A year passed, and one day as he was sitting at judgement there came a great noise from without, and this noise was so persistent that the people and suitors were scandalised, and Fiachna at last ordered that the noisy person should be brought before him to be judged.
It was done, and to his surprise the person turned out to be the Black Hag.
She blamed him in the court before his people, and complained that he had taken away her cow, and that she had not been paid the four cows he had gone bail for, and she demanded judgement from him and justice.
"If you will consider it to be justice, I will give you twenty cows myself," said Fiachna.
"I would not take all the cows in Ulster," she screamed.
"Pronounce judgement yourself," said the king, "and if I can do what you demand I will do it." For he did not like to be in the wrong, and he did not wish that any person should have an unsatisfied claim upon him.
The Black Hag then pronounced judgement, and the king had to fulfil it.
"I have come," said she, "from the east to the west; you must come from the west to the east and make war for me, and revenge me on the King of Lochlann."
Fiachna had to do as she demanded, and, although it was with a heavy heart, he set out in three days' time for Lochlann, and he brought with him ten battalions.
He sent messengers before him to Big Eolgarg warning him of his coming, of his intention, and of the number of troops he was bringing; and when he landed Eolgarg met him with an equal force, and they fought together.
In the first battle three hundred of the men of Lochlann were killed, but in the next battle Eolgarg Mor did not fight fair, for he let some venomous sheep out of a tent, and these attacked the men of Ulster and killed nine hundred of them.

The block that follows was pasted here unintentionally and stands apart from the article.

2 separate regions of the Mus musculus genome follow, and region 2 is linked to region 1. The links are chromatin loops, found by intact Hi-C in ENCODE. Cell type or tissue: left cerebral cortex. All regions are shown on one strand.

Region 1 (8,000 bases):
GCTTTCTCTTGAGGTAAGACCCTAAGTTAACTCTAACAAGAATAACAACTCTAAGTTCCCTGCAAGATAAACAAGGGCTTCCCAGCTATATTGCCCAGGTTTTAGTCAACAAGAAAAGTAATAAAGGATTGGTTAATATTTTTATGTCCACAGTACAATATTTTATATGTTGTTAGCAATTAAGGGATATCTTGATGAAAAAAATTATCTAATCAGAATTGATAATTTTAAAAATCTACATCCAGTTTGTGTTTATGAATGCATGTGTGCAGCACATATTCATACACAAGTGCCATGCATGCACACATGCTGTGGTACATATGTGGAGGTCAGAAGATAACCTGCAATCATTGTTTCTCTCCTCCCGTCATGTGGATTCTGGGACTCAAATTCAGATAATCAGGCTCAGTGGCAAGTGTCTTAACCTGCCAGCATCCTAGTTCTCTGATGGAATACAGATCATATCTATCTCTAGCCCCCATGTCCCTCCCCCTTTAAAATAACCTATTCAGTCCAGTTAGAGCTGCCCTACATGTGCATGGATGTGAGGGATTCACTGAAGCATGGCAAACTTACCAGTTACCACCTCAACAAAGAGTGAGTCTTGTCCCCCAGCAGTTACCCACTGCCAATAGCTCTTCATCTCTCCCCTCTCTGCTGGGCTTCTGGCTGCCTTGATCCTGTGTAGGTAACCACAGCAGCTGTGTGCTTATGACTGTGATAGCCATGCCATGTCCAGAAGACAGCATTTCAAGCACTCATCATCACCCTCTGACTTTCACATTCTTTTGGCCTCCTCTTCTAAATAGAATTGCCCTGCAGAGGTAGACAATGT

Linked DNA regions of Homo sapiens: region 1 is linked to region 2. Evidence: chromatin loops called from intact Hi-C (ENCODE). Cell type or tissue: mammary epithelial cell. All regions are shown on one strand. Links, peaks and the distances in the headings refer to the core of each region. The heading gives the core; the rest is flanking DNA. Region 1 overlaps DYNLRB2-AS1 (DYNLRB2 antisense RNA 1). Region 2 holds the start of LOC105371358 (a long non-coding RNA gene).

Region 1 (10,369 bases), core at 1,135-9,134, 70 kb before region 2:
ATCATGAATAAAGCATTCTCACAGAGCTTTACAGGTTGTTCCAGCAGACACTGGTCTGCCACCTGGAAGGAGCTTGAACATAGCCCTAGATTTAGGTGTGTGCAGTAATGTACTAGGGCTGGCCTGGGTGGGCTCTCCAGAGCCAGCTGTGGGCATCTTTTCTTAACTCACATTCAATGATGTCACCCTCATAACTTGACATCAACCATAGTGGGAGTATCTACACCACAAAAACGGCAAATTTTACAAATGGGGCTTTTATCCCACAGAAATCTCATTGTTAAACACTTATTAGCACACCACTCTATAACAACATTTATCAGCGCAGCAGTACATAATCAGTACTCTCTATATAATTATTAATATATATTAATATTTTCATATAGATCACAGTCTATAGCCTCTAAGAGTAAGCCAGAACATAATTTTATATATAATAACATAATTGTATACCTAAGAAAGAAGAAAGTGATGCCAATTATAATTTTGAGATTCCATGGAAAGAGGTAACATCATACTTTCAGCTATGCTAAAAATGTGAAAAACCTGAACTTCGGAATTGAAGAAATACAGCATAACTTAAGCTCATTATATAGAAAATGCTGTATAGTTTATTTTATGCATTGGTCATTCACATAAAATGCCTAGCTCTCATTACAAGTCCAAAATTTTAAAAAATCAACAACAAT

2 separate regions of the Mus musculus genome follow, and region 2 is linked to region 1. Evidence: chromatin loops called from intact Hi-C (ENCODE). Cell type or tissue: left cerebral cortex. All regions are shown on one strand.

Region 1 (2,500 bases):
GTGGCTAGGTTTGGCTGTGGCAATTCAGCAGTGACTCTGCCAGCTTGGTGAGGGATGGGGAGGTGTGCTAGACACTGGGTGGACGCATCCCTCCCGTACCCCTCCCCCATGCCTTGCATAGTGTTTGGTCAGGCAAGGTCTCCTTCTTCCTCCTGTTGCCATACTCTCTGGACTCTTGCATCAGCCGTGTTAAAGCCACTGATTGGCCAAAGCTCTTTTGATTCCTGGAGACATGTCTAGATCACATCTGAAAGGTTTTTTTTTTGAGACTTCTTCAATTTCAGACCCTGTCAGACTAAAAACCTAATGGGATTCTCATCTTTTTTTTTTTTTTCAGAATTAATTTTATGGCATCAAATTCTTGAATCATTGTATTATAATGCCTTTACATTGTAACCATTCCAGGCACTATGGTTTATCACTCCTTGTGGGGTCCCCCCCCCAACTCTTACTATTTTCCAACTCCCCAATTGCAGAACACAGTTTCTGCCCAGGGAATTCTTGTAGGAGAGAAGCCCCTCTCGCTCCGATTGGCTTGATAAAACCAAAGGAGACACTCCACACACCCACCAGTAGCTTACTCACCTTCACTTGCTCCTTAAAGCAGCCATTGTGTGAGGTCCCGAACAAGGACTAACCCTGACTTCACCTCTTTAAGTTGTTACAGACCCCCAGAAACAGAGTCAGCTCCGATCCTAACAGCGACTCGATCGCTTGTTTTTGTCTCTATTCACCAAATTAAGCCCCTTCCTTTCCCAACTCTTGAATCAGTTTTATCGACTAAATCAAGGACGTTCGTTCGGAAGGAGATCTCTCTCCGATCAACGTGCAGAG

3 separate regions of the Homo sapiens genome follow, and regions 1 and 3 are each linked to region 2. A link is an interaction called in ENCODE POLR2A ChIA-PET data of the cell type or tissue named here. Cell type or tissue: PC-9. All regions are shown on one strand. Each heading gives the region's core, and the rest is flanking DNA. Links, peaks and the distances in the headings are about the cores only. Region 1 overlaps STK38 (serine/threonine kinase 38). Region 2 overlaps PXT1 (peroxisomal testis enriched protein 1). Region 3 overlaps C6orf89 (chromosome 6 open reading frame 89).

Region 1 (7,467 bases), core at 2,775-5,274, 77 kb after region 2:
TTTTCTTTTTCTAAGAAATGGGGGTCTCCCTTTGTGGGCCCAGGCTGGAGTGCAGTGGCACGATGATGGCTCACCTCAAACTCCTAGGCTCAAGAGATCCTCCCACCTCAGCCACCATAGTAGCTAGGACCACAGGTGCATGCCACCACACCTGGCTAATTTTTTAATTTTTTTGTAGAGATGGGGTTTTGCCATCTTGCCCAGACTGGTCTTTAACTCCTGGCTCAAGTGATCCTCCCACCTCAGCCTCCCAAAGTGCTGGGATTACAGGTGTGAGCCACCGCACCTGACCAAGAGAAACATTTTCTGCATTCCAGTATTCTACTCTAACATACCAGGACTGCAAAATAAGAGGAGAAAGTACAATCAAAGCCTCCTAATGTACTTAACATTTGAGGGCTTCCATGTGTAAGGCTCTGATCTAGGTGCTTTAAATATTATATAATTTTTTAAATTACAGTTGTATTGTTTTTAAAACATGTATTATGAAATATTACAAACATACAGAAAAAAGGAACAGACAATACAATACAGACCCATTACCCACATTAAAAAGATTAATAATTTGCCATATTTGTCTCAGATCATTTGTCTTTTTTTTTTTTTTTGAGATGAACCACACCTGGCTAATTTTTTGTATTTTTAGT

So vast was the slaughter made by these sheep and so great the terror they caused, that no one could stand before them, but by great good luck there was a wood at hand, and the men of Ulster, warriors and princes and charioteers, were forced to climb up the trees, and they roosted among the branches like great birds, while the venomous sheep ranged below bleating terribly and tearing up the ground.
Fiachna Fim was also sitting in a tree, very high up, and he was disconsolate.
"We are disgraced," said he.
"It is very lucky," said the man in the branch below, "that a sheep cannot climb a tree."
"We are disgraced for ever," said the King of Ulster.
"If those sheep learn how to climb, we are undone surely," said the man below.
"I will go down and fight the sheep," said Fiachna. But the others would not let the king go.
"It is not right," they said, "that you should fight sheep."
"Some one must fight them," said Fiachna Finn, "but no more of my men shall die until I fight myself; for if I am fated to die, I will die and I cannot escape it, and if it is the sheep's fate to die, then die they will; for there is no man can avoid destiny, and there is no sheep can dodge it either."
"Praise be to god!" said the warrior that was higher up.
"Amen!" said the man who was higher than he, and the rest of the warriors wished good luck to the king.
He started then to climb down the tree with a heavy heart, but while he hung from the last branch and was about to let go, he noticed a tall warrior walking towards him. The king pulled himself up on the branch again and sat dangle-legged on it to see what the warrior would do.
The stranger was a very tall man, dressed in a green cloak with a silver brooch at the shoulder. He had a golden band about his hair and golden sandals on his feet, and he was laughing heartily at the plight of the men of Ireland.